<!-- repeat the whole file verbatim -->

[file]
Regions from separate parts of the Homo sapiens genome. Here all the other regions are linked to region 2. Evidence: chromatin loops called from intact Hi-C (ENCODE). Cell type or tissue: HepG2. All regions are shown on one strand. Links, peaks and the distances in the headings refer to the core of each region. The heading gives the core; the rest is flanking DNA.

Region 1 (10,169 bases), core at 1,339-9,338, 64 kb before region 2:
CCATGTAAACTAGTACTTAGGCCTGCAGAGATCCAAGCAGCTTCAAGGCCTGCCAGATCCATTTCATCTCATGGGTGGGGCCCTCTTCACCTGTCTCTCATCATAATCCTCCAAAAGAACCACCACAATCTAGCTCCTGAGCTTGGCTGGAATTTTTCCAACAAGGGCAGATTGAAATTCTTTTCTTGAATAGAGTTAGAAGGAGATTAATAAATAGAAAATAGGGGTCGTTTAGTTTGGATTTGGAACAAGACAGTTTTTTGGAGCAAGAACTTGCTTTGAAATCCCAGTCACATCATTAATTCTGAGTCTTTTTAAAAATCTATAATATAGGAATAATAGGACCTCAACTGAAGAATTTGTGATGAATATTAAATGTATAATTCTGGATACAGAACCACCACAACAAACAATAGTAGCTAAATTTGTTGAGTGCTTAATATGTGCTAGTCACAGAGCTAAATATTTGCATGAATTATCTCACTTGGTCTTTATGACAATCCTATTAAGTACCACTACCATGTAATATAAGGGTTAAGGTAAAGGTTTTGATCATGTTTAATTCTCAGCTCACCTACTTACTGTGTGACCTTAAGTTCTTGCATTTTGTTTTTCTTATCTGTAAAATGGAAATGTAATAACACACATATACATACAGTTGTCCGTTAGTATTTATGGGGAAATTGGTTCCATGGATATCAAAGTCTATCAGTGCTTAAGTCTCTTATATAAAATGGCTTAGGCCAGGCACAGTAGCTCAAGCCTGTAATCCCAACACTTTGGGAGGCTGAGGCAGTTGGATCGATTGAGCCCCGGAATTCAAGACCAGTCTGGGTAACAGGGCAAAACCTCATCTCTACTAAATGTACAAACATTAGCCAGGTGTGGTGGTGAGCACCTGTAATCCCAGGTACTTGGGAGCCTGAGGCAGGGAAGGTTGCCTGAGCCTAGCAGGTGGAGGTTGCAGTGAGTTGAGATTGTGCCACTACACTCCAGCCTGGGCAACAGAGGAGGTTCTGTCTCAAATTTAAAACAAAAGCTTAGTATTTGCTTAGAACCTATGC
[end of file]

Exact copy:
Regions from separate parts of the Homo sapiens genome. Here all the other regions are linked to region 2. Evidence: chromatin loops called from intact Hi-C (ENCODE). Cell type or tissue: HepG2. All regions are shown on one strand. Links, peaks and the distances in the headings refer to the core of each region. The heading gives the core; the rest is flanking DNA.

Region 1 (10,169 bases), core at 1,339-9,338, 64 kb before region 2:
CCATGTAAACTAGTACTTAGGCCTGCAGAGATCCAAGCAGCTTCAAGGCCTGCCAGATCCATTTCATCTCATGGGTGGGGCCCTCTTCACCTGTCTCTCATCATAATCCTCCAAAAGAACCACCACAATCTAGCTCCTGAGCTTGGCTGGAATTTTTCCAACAAGGGCAGATTGAAATTCTTTTCTTGAATAGAGTTAGAAGGAGATTAATAAATAGAAAATAGGGGTCGTTTAGTTTGGATTTGGAACAAGACAGTTTTTTGGAGCAAGAACTTGCTTTGAAATCCCAGTCACATCATTAATTCTGAGTCTTTTTAAAAATCTATAATATAGGAATAATAGGACCTCAACTGAAGAATTTGTGATGAATATTAAATGTATAATTCTGGATACAGAACCACCACAACAAACAATAGTAGCTAAATTTGTTGAGTGCTTAATATGTGCTAGTCACAGAGCTAAATATTTGCATGAATTATCTCACTTGGTCTTTATGACAATCCTATTAAGTACCACTACCATGTAATATAAGGGTTAAGGTAAAGGTTTTGATCATGTTTAATTCTCAGCTCACCTACTTACTGTGTGACCTTAAGTTCTTGCATTTTGTTTTTCTTATCTGTAAAATGGAAATGTAATAACACACATATACATACAGTTGTCCGTTAGTATTTATGGGGAAATTGGTTCCATGGATATCAAAGTCTATCAGTGCTTAAGTCTCTTATATAAAATGGCTTAGGCCAGGCACAGTAGCTCAAGCCTGTAATCCCAACACTTTGGGAGGCTGAGGCAGTTGGATCGATTGAGCCCCGGAATTCAAGACCAGTCTGGGTAACAGGGCAAAACCTCATCTCTACTAAATGTACAAACATTAGCCAGGTGTGGTGGTGAGCACCTGTAATCCCAGGTACTTGGGAGCCTGAGGCAGGGAAGGTTGCCTGAGCCTAGCAGGTGGAGGTTGCAGTGAGTTGAGATTGTGCCACTACACTCCAGCCTGGGCAACAGAGGAGGTTCTGTCTCAAATTTAAAACAAAAGCTTAGTATTTGCTTAGAACCTATGC